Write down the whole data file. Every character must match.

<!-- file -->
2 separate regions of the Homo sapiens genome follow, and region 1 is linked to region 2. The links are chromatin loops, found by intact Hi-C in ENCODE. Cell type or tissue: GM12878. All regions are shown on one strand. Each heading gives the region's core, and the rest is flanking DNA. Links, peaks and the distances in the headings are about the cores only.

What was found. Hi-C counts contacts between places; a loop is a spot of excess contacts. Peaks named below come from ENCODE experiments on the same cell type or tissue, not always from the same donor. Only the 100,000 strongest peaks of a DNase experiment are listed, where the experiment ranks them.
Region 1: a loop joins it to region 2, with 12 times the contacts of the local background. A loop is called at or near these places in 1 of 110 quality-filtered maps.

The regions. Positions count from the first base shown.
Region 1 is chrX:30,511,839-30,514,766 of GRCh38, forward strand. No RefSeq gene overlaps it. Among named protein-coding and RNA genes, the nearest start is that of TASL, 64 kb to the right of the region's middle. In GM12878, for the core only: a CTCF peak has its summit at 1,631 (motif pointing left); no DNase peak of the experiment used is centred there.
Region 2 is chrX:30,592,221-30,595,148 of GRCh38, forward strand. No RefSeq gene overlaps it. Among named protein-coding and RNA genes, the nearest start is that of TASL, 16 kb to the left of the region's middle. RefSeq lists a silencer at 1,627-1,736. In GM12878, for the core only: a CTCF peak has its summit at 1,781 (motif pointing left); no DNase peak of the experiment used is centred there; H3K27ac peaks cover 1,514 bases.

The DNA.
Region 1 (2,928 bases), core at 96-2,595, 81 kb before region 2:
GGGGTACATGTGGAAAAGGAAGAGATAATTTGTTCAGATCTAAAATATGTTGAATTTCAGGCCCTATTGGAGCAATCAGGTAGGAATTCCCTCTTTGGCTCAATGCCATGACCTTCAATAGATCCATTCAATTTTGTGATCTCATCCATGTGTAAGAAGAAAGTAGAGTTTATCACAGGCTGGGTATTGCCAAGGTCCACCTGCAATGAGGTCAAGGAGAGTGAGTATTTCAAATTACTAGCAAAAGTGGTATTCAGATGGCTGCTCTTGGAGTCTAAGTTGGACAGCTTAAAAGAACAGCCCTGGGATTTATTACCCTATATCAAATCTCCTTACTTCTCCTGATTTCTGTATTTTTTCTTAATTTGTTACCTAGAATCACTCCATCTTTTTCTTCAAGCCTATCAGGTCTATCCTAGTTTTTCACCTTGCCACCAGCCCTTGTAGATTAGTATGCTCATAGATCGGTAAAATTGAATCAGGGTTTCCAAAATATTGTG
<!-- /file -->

2 separate regions of the Homo sapiens genome follow, and region 1 is linked to region 2. The links are chromatin loops, found by intact Hi-C in ENCODE. Cell type or tissue: GM12878. All regions are shown on one strand. Each heading gives the region's core, and the rest is flanking DNA. Links, peaks and the distances in the headings are about the cores only.

What was found. Hi-C counts contacts between places; a loop is a spot of excess contacts. Peaks named below come from ENCODE experiments on the same cell type or tissue, not always from the same donor. Only the 100,000 strongest peaks of a DNase experiment are listed, where the experiment ranks them.
Region 1: a loop joins it to region 2, with 12 times the contacts of the local background. A loop is called at or near these places in 1 of 110 quality-filtered maps.

The regions. Positions count from the first base shown.
Region 1 is chrX:30,511,839-30,514,766 of GRCh38, forward strand. No RefSeq gene overlaps it. Among named protein-coding and RNA genes, the nearest start is that of TASL, 64 kb to the right of the region's middle. In GM12878, for the core only: a CTCF peak has its summit at 1,631 (motif pointing left); no DNase peak of the experiment used is centred there.
Region 2 is chrX:30,592,221-30,595,148 of GRCh38, forward strand. No RefSeq gene overlaps it. Among named protein-coding and RNA genes, the nearest start is that of TASL, 16 kb to the left of the region's middle. RefSeq lists a silencer at 1,627-1,736. In GM12878, for the core only: a CTCF peak has its summit at 1,781 (motif pointing left); no DNase peak of the experiment used is centred there; H3K27ac peaks cover 1,514 bases.

The DNA.
Region 1 (2,928 bases), core at 96-2,595, 81 kb before region 2:
GGGGTACATGTGGAAAAGGAAGAGATAATTTGTTCAGATCTAAAATATGTTGAATTTCAGGCCCTATTGGAGCAATCAGGTAGGAATTCCCTCTTTGGCTCAATGCCATGACCTTCAATAGATCCATTCAATTTTGTGATCTCATCCATGTGTAAGAAGAAAGTAGAGTTTATCACAGGCTGGGTATTGCCAAGGTCCACCTGCAATGAGGTCAAGGAGAGTGAGTATTTCAAATTACTAGCAAAAGTGGTATTCAGATGGCTGCTCTTGGAGTCTAAGTTGGACAGCTTAAAAGAACAGCCCTGGGATTTATTACCCTATATCAAATCTCCTTACTTCTCCTGATTTCTGTATTTTTTCTTAATTTGTTACCTAGAATCACTCCATCTTTTTCTTCAAGCCTATCAGGTCTATCCTAGTTTTTCACCTTGCCACCAGCCCTTGTAGATTAGTATGCTCATAGATCGGTAAAATTGAATCAGGGTTTCCAAAATATTGTG